In relation to the scope of the EU’s sanction regulation, the court decided that it concerns the export of dual-use items and technology and restrictions on exports of certain items and technology that can contribute to technological strengthening of Russia's defense and security sector. It is not disputed that Boskalis used vessels, made available by the Dutch Boskalis group, for the project. In its preliminary opinion, the Dutch court said it is conceivable that these vessels must be regarded as so-called 'dual-use' goods and that the provision of services related to these vessels and their use are therefore prohibited under the regulation.
Frederik Harms said: “By its nature, there is only a limited role for evidence and the courts review thereof in interim relief proceedings. However, in this case it seems that the court was sufficiently comfortable to make such preliminary assessment due to the nature of the prohibition to supply ‘dual use’ goods and the broad definition of such goods – ‘vessels’ – in the relevant regulation.”
The court also considered that it is very likely that the LNG project that Boskalis’ contract was issued in connection with falls subject to the EU’s Russian sanctions regime. Harms said that this finding may provide a precedent for other companies.
Saren’s argument that the EU’s Russian sanctions regime does not apply to Boskalis because it is a Russian company was also considered by the Dutch court.
Boskalis acknowledged that it does not fall under the formal scope of EU’s sanction regulation, but it said that because the sole director of the company is a Dutch citizen, Boskalis LLC is indirectly subject to the regulation because the director must ensure that Boskalis does not act in violation of the sanctions. Boskalis also cited the prohibition under the regulation on using a Russian affiliated group company to circumvent the sanctions regime.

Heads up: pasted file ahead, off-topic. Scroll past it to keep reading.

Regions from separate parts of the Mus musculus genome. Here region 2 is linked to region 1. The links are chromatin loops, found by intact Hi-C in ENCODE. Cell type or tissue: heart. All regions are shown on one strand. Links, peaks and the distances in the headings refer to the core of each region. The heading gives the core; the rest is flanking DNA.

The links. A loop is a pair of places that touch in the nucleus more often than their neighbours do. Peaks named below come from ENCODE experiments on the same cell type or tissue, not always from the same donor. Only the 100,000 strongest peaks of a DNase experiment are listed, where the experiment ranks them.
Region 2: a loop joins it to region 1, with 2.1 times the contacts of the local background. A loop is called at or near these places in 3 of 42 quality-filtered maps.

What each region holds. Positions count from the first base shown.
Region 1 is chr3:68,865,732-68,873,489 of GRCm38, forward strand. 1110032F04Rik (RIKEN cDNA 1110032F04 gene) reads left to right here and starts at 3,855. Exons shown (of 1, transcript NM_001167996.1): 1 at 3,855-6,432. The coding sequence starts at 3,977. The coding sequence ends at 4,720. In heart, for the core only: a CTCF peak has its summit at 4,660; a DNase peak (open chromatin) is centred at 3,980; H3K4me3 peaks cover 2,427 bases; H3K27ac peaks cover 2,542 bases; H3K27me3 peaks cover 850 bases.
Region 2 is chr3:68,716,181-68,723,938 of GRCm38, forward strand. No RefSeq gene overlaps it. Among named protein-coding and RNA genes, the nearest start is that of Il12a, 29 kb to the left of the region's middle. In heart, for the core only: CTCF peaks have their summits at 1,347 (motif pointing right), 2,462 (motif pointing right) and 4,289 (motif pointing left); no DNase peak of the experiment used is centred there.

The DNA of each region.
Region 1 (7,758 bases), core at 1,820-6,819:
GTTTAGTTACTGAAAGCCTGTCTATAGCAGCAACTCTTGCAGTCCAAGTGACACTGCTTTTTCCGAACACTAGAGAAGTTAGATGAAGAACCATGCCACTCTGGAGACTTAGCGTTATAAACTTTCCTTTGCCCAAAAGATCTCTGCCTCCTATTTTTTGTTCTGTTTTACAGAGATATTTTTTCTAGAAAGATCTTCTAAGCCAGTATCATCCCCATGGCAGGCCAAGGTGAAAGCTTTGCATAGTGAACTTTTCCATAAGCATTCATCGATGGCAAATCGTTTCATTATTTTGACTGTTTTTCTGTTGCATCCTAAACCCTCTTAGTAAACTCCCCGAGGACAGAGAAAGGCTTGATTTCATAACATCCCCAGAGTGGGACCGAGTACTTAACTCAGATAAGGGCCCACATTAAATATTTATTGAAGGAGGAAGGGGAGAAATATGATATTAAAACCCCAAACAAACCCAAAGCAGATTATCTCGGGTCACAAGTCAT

The Court of Amsterdam provisionally held that, in light of Boskalis’ arguments and in view of the purpose and scope of the sanctions regulation, that the sanctions are not only aimed at the Dutch parent companies of Boskalis LLC and its Dutch director, but also at Boskalis LLC itself.
Frederik Harms said: “The EU’s Russia sanctions regulation does not specifically cover Russian companies as falling under its scope. However, this decision shows that the Dutch courts may readily assume that it does apply to Russian subsidiaries of EU parent companies.”
The Court of Amsterdam concluded that Boskalis was entitled to stop its activities and terminate the sub-contract with Saren.
The court also considered that it is sufficiently plausible, once all the arguments are fully heard in trial proceedings, that both a request for payment under the bank guarantees as well as a granting of that request will be considered unlawful, on the basis that it would breach the EU Russian sanctions regulation. It granted interim relief to Boskalis in relation to the bank guarantees after identifying that there was legitimate urgency to prevent a call on the bank guarantees at this stage because of the difficulties Boskalis would face in subsequently retrieving the payments made under the bank guarantees if Saren’s claims were dismissed at trial.